Smith fires downfield
It's like John Stockton filling in for Karl Malone and switching from point guard to power forward.
Brad Smith said the most difficult aspects of his transition from quarterback to wide receiver were in getting used to moving without the ball, not seeing the entire field and not being in control of the action.
"You don't have the ball, first of all, and then you have to run to get open," he said. "That's something I wasn't used to. It's like basketball; waiting for that post pass."
The pass came today, during the two-minute drive near the end of the morning practice session. But it was more an outlet throw on a fast break than a bounce pass into the paint.
With the offense trailing, 20-17, and faced with a fourth-and-10 at its 47-yard line, Favre connected with Smith for a dramatic (as dramatic as a training camp play can be) 53-yard touchdown.
It was a three-receiver formation with Smith lined up at flanker, and all three ran go routes. The defense was in a two-deep zone, according to Smith.
"On the coverage, one of the safeties jumped down," he explained. "The inside guys did a great job of drawing the safeties' attention and holding them down so we could put it over the top."
It was another Favrean throw, traveling about 60 yards in the air from where it was released behind the line of scrimmage.
But Smith certainly did his part. Despite it being forth down with his squad needing just 10 yards, Favre's decision to throw deep wasn't that risky. Smith was his open man. The third-year pro was able to separate from Darrelle Revis up the right sideline and stretched out to haul the pass in.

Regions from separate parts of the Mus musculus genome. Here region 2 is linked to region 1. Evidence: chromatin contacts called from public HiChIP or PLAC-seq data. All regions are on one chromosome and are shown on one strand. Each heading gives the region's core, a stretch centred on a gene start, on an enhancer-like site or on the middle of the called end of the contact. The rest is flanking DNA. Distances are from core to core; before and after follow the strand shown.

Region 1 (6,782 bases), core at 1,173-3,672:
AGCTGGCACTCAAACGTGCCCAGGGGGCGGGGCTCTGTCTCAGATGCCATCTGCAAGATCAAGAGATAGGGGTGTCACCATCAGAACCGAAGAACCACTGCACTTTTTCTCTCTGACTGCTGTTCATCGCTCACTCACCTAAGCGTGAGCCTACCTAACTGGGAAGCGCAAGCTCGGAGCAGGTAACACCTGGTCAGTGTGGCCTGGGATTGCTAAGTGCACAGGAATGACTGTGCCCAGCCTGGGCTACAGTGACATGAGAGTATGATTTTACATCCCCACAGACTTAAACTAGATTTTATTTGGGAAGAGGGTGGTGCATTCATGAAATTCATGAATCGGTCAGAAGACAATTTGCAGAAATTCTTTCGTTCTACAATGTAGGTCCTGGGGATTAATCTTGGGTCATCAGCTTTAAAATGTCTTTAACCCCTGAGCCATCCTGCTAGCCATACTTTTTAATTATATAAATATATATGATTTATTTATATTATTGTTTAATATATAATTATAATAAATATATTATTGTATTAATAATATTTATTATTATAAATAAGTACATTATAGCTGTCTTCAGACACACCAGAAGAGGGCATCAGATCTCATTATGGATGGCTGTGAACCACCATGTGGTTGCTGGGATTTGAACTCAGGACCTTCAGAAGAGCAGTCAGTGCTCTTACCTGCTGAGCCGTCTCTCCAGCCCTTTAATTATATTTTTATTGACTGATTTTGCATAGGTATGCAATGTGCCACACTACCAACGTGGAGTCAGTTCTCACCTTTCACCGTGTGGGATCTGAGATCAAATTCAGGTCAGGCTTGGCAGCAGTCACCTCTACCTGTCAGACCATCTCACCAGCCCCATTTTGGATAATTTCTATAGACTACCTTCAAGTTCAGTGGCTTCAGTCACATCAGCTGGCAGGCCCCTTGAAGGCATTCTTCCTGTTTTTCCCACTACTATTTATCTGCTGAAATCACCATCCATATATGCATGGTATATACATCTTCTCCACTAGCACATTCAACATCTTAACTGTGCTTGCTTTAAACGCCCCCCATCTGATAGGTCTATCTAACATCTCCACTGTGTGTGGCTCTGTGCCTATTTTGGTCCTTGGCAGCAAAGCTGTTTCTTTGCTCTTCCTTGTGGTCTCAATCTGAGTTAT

Deflective of praise, Smith said, "Brett just made a great throw and put it out there."
After a decorated career at the University of Missouri, where he racked up 13,088 total yards and 101 touchdowns, Smith was converted by the Jets to wideout.
The switch wasn't sudden, though. Even at last year's training camp, the Jets had him lining up at either position. At one point, he was considered a quarterback who played receiver. Smith would run plays as the signalcaller, then between drives quickly pull on a white jersey over his red one and split out wide. He even attempted 15 passes last preseason.
No more. Smith, after totaling 32 receptions and three touchdowns as the No. 3 receiver last season, is now a full-time pass-catcher. The transformation is complete.
"One of the things about last year is I was dead tired, going back and forth," Smith said, seemingly relieved to have been relieved of his hybrid duties. "It's a little easier to do one thing."
This year he faces a new challenge: staving off a slew of impressive young receivers looking to snatch playing time from him. Chansi Stuckey's stock continues to soar, David Ball has made highlight-reel catches in practice, and David Clowney runs like a VHS tape in fast-forward.
"I just play my game and try to do my thing," Smith said matter-of-factly.
Smith isn't yielding to anyone. His thing includes running crisp routes and being a reliable target with some of the best hands on the team.
"I improved on my whole game and my thought process with things I can do to help myself get open that may be different from other guys," he said, though he was reluctant to divulge details.
Smith also spent the off-season studying himself — looking for things work on — and some of the league's elite receivers — looking for things to learn.
"Torry Holt and Isaac Bruce, and the guys in Arizona, Anquan [Boldin] and Larry Fitzgerald," Smith said. "I like to watch them because they're guys with similar body types to mine."
He really likes to learn. He hasn't gotten around to it yet, but he plans to spend extra time with Favre talking quarterback to receiver and quarterback to quarterback.
No doubt, they'll be working on the pick-and-roll.